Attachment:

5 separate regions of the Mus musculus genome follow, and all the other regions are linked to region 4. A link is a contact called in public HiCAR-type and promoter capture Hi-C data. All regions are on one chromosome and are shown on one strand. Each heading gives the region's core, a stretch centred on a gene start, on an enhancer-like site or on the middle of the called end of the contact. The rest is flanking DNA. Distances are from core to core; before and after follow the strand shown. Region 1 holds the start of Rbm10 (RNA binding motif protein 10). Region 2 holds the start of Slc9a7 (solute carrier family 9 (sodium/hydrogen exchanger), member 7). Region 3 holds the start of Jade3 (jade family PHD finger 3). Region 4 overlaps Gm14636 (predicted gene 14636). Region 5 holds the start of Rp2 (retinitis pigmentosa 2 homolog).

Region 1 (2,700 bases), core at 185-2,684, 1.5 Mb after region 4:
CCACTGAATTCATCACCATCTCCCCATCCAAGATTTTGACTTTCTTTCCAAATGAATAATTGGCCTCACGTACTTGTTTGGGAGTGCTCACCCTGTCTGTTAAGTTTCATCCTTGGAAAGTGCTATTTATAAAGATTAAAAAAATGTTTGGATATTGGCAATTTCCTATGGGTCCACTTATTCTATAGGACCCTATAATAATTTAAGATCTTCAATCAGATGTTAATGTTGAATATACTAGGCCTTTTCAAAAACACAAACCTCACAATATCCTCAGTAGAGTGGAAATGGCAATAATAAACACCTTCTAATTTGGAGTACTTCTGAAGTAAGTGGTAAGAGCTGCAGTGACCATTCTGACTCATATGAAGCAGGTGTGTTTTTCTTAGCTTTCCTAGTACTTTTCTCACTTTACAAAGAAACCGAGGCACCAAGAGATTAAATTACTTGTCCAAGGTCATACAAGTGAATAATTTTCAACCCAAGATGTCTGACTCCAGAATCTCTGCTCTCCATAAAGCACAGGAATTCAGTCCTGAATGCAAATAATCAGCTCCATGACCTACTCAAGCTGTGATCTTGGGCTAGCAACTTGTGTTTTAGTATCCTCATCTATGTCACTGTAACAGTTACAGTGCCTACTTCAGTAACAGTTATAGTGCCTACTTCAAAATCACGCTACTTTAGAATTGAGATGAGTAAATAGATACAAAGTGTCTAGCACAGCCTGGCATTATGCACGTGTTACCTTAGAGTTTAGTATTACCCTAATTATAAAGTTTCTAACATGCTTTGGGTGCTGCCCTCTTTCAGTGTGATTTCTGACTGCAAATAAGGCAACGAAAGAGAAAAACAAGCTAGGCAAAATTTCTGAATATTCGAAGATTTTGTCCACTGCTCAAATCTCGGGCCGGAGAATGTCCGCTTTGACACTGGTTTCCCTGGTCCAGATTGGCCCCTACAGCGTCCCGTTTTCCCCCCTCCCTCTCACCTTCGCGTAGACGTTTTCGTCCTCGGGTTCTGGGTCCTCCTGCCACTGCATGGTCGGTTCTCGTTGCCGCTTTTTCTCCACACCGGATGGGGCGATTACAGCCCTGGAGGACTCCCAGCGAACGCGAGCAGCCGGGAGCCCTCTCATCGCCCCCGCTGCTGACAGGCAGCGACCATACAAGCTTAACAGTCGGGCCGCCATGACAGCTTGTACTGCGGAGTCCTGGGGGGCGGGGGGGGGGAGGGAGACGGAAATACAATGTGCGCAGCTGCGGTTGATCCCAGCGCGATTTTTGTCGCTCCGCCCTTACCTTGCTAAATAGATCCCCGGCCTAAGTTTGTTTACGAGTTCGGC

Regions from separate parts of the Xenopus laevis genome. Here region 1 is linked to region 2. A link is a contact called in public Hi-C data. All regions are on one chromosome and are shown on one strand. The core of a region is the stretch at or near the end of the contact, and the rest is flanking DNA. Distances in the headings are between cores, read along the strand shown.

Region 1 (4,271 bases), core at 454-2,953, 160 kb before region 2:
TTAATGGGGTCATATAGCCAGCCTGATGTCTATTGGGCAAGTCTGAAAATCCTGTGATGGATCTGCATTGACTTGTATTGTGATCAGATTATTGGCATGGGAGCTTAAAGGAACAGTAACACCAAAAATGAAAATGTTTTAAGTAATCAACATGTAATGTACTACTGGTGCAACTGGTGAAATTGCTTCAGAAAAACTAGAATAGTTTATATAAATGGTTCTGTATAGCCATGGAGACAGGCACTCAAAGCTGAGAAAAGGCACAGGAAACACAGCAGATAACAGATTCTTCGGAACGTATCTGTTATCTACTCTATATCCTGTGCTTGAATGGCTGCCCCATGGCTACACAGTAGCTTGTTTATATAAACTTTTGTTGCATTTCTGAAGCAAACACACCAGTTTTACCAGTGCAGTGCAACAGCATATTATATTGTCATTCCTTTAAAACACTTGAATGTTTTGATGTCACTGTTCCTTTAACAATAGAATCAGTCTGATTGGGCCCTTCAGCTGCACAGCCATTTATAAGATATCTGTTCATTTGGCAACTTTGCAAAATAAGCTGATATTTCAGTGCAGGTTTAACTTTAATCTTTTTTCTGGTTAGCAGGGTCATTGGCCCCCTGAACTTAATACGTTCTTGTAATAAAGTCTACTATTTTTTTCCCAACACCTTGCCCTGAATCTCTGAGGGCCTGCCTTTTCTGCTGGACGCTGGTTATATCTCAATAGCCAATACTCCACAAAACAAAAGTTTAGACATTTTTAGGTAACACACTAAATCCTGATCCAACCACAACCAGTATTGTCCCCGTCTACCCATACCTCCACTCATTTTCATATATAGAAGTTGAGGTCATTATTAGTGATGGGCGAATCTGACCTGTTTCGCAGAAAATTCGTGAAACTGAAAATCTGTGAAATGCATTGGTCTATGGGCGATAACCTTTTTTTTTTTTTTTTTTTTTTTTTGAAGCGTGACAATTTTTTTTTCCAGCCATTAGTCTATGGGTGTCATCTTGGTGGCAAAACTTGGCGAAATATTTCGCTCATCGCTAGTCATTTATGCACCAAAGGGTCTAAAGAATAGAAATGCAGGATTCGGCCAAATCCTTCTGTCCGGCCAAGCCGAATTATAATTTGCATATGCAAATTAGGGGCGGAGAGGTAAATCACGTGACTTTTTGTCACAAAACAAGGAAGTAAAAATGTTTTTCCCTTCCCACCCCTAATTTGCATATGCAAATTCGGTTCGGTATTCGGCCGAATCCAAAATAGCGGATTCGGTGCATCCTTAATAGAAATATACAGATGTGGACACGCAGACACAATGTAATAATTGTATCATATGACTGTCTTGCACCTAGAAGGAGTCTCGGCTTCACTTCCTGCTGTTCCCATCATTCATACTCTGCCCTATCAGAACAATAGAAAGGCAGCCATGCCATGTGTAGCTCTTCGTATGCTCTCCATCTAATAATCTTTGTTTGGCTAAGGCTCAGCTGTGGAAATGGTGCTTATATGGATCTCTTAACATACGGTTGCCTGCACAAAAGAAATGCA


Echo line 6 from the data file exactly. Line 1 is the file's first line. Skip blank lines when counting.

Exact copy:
TTAATGGGGTCATATAGCCAGCCTGATGTCTATTGGGCAAGTCTGAAAATCCTGTGATGGATCTGCATTGACTTGTATTGTGATCAGATTATTGGCATGGGAGCTTAAAGGAACAGTAACACCAAAAATGAAAATGTTTTAAGTAATCAACATGTAATGTACTACTGGTGCAACTGGTGAAATTGCTTCAGAAAAACTAGAATAGTTTATATAAATGGTTCTGTATAGCCATGGAGACAGGCACTCAAAGCTGAGAAAAGGCACAGGAAACACAGCAGATAACAGATTCTTCGGAACGTATCTGTTATCTACTCTATATCCTGTGCTTGAATGGCTGCCCCATGGCTACACAGTAGCTTGTTTATATAAACTTTTGTTGCATTTCTGAAGCAAACACACCAGTTTTACCAGTGCAGTGCAACAGCATATTATATTGTCATTCCTTTAAAACACTTGAATGTTTTGATGTCACTGTTCCTTTAACAATAGAATCAGTCTGATTGGGCCCTTCAGCTGCACAGCCATTTATAAGATATCTGTTCATTTGGCAACTTTGCAAAATAAGCTGATATTTCAGTGCAGGTTTAACTTTAATCTTTTTTCTGGTTAGCAGGGTCATTGGCCCCCTGAACTTAATACGTTCTTGTAATAAAGTCTACTATTTTTTTCCCAACACCTTGCCCTGAATCTCTGAGGGCCTGCCTTTTCTGCTGGACGCTGGTTATATCTCAATAGCCAATACTCCACAAAACAAAAGTTTAGACATTTTTAGGTAACACACTAAATCCTGATCCAACCACAACCAGTATTGTCCCCGTCTACCCATACCTCCACTCATTTTCATATATAGAAGTTGAGGTCATTATTAGTGATGGGCGAATCTGACCTGTTTCGCAGAAAATTCGTGAAACTGAAAATCTGTGAAATGCATTGGTCTATGGGCGATAACCTTTTTTTTTTTTTTTTTTTTTTTTTGAAGCGTGACAATTTTTTTTTCCAGCCATTAGTCTATGGGTGTCATCTTGGTGGCAAAACTTGGCGAAATATTTCGCTCATCGCTAGTCATTTATGCACCAAAGGGTCTAAAGAATAGAAATGCAGGATTCGGCCAAATCCTTCTGTCCGGCCAAGCCGAATTATAATTTGCATATGCAAATTAGGGGCGGAGAGGTAAATCACGTGACTTTTTGTCACAAAACAAGGAAGTAAAAATGTTTTTCCCTTCCCACCCCTAATTTGCATATGCAAATTCGGTTCGGTATTCGGCCGAATCCAAAATAGCGGATTCGGTGCATCCTTAATAGAAATATACAGATGTGGACACGCAGACACAATGTAATAATTGTATCATATGACTGTCTTGCACCTAGAAGGAGTCTCGGCTTCACTTCCTGCTGTTCCCATCATTCATACTCTGCCCTATCAGAACAATAGAAAGGCAGCCATGCCATGTGTAGCTCTTCGTATGCTCTCCATCTAATAATCTTTGTTTGGCTAAGGCTCAGCTGTGGAAATGGTGCTTATATGGATCTCTTAACATACGGTTGCCTGCACAAAAGAAATGCA